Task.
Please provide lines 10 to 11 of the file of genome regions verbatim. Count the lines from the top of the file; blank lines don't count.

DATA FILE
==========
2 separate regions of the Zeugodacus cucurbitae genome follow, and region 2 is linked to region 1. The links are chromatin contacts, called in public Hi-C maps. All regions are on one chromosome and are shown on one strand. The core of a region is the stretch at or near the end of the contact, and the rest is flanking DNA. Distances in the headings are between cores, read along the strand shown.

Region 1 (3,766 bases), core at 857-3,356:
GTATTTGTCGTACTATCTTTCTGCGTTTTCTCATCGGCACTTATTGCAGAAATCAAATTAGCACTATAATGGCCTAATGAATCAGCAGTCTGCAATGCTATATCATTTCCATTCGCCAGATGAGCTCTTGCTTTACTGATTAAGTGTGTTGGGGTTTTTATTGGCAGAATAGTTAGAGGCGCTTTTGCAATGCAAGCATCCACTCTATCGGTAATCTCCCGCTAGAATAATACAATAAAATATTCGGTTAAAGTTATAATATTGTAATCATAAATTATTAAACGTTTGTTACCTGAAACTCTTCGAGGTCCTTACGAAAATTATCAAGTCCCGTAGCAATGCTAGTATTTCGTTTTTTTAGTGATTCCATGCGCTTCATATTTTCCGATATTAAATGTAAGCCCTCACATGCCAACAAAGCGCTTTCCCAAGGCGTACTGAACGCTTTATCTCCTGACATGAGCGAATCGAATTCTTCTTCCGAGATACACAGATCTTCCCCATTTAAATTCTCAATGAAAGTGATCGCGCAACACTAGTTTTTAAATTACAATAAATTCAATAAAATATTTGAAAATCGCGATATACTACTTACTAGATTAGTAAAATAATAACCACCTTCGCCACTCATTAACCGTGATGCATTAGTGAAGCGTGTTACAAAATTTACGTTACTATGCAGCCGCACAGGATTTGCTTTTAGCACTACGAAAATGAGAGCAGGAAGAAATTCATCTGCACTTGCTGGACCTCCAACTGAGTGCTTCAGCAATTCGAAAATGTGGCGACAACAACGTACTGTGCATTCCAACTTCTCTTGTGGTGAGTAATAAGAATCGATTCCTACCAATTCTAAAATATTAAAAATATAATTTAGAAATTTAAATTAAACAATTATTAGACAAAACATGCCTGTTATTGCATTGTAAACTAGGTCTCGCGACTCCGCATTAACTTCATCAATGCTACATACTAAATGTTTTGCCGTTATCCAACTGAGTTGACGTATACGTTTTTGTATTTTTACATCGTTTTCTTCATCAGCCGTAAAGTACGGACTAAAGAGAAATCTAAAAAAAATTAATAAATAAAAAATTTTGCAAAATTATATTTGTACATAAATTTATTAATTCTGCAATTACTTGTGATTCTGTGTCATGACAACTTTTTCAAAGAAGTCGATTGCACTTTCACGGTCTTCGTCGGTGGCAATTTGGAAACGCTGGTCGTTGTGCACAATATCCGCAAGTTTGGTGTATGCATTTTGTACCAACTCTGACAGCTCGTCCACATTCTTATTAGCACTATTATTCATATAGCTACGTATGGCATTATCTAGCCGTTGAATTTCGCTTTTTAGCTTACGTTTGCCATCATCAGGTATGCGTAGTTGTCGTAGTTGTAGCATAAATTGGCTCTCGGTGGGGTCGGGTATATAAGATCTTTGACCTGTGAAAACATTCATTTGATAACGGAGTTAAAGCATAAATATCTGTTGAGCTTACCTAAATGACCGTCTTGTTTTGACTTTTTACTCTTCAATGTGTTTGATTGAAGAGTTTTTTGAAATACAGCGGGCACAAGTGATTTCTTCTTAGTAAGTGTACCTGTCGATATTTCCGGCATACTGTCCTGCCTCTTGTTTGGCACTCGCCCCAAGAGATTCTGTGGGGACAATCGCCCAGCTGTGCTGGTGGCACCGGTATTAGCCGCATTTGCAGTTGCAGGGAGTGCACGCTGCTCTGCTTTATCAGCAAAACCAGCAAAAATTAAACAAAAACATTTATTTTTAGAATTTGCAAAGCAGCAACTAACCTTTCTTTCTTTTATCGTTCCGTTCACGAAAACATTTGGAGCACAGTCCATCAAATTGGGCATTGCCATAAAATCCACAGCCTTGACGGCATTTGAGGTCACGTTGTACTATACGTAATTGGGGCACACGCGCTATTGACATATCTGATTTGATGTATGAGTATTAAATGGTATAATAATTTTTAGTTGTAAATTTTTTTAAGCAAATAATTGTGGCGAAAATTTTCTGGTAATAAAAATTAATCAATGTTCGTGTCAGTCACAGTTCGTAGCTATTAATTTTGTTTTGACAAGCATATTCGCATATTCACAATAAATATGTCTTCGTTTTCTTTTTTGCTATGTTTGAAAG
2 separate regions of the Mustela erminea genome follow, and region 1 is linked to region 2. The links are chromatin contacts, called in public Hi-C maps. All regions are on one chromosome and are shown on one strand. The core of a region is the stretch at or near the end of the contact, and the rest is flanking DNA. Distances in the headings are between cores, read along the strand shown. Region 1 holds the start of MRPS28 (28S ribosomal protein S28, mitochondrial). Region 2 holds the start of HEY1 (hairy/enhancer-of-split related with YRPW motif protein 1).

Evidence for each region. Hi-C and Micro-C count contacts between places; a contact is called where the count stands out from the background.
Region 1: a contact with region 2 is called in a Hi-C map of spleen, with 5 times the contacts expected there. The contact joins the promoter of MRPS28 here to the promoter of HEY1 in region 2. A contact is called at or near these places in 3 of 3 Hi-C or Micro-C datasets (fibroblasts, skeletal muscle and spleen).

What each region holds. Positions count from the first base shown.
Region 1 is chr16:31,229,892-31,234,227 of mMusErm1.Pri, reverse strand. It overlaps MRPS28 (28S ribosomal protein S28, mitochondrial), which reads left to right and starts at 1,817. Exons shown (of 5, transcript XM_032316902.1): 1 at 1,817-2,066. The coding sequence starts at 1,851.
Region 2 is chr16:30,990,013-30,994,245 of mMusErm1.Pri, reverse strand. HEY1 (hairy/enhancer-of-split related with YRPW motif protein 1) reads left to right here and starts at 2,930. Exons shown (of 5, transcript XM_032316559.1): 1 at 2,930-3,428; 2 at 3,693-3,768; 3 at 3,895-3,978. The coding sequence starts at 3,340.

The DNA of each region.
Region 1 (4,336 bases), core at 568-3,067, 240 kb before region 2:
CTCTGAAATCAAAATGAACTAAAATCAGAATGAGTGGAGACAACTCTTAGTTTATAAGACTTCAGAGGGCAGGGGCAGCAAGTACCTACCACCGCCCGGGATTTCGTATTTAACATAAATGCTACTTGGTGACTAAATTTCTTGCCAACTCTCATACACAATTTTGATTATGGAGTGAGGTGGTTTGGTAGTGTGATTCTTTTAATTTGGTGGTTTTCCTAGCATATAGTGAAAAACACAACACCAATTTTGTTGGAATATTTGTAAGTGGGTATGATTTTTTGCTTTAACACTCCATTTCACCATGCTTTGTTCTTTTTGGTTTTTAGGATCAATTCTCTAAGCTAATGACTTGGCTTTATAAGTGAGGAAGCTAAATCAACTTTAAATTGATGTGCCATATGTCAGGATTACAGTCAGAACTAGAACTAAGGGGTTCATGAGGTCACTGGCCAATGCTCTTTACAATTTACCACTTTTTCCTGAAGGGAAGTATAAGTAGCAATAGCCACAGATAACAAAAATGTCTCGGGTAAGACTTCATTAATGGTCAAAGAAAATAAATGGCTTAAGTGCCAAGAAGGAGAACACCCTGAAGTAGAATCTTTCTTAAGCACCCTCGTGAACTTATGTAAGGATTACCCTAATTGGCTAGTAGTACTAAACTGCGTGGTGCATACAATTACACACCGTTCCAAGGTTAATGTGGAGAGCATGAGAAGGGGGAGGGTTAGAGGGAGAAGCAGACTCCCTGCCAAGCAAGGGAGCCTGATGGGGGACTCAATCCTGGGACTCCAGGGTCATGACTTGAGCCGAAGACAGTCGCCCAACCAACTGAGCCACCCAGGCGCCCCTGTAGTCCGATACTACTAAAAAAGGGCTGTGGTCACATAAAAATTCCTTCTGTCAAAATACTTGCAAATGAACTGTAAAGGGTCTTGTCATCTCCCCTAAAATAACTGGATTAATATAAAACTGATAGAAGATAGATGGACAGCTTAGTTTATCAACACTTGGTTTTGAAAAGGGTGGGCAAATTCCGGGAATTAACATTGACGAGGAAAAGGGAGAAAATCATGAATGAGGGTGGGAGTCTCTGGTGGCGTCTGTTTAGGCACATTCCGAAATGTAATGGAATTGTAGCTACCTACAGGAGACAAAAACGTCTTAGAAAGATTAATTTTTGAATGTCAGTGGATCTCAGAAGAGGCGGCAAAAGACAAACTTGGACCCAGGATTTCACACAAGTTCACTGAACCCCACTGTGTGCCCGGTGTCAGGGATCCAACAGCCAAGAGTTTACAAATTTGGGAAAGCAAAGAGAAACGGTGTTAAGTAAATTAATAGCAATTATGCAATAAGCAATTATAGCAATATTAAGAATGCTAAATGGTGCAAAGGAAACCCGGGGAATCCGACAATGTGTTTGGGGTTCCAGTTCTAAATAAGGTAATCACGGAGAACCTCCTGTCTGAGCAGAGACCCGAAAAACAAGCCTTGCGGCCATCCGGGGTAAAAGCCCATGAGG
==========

The DNA of each region.
Region 1 (4,336 bases), core at 568-3,067, 240 kb before region 2: